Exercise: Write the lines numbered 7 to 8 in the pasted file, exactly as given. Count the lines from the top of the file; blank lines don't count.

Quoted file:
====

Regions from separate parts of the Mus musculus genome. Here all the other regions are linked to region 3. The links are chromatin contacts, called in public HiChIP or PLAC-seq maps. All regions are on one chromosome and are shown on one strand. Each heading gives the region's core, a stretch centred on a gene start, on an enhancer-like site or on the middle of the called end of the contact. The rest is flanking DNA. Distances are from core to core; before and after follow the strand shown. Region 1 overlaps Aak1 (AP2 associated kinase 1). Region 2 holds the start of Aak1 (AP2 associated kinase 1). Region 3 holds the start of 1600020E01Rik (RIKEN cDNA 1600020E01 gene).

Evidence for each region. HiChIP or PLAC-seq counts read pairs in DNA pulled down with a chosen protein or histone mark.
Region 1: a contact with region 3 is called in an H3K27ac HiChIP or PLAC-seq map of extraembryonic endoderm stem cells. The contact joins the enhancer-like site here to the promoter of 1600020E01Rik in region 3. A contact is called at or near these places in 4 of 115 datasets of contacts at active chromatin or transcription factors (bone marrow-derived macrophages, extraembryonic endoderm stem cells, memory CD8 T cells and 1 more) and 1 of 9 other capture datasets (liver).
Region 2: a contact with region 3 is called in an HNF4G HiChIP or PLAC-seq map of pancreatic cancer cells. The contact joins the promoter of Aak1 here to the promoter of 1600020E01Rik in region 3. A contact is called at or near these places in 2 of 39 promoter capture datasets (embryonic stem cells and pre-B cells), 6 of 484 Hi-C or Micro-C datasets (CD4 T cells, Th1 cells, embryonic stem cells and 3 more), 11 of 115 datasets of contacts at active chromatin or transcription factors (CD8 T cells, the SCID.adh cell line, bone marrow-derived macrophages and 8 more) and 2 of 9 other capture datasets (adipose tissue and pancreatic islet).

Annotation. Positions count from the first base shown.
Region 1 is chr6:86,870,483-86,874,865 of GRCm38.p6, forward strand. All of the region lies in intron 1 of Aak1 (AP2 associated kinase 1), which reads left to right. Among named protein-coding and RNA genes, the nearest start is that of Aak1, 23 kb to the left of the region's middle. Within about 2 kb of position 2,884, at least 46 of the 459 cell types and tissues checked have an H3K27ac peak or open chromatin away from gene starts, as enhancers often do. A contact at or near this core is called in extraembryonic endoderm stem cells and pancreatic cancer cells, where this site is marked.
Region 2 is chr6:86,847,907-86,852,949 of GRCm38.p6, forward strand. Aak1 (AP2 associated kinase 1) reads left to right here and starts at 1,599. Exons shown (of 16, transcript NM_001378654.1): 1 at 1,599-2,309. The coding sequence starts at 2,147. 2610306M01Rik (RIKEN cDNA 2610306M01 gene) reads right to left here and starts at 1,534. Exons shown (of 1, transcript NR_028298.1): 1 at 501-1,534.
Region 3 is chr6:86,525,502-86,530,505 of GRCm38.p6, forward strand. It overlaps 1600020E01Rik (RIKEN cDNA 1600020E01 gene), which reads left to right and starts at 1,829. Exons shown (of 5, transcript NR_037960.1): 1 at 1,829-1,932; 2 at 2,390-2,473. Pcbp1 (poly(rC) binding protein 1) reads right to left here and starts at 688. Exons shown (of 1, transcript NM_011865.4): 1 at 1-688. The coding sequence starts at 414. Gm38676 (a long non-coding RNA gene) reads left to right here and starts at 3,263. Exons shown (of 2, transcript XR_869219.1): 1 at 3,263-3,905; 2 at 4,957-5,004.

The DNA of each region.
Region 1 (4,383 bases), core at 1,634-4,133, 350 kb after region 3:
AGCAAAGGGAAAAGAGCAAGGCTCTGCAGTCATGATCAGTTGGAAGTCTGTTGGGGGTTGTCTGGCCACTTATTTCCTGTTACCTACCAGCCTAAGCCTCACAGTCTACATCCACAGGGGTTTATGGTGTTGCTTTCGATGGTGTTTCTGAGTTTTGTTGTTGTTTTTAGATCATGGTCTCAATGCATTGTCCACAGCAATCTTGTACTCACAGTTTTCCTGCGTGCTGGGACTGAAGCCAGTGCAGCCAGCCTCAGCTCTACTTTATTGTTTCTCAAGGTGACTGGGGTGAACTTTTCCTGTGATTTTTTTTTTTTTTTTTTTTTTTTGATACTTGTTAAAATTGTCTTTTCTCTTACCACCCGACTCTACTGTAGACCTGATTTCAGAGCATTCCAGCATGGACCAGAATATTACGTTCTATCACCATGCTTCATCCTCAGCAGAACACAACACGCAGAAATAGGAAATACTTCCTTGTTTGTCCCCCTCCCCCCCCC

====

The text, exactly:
Region 2 is chr6:86,847,907-86,852,949 of GRCm38.p6, forward strand. Aak1 (AP2 associated kinase 1) reads left to right here and starts at 1,599. Exons shown (of 16, transcript NM_001378654.1): 1 at 1,599-2,309. The coding sequence starts at 2,147. 2610306M01Rik (RIKEN cDNA 2610306M01 gene) reads right to left here and starts at 1,534. Exons shown (of 1, transcript NR_028298.1): 1 at 501-1,534.
Region 3 is chr6:86,525,502-86,530,505 of GRCm38.p6, forward strand. It overlaps 1600020E01Rik (RIKEN cDNA 1600020E01 gene), which reads left to right and starts at 1,829. Exons shown (of 5, transcript NR_037960.1): 1 at 1,829-1,932; 2 at 2,390-2,473. Pcbp1 (poly(rC) binding protein 1) reads right to left here and starts at 688. Exons shown (of 1, transcript NM_011865.4): 1 at 1-688. The coding sequence starts at 414. Gm38676 (a long non-coding RNA gene) reads left to right here and starts at 3,263. Exons shown (of 2, transcript XR_869219.1): 1 at 3,263-3,905; 2 at 4,957-5,004.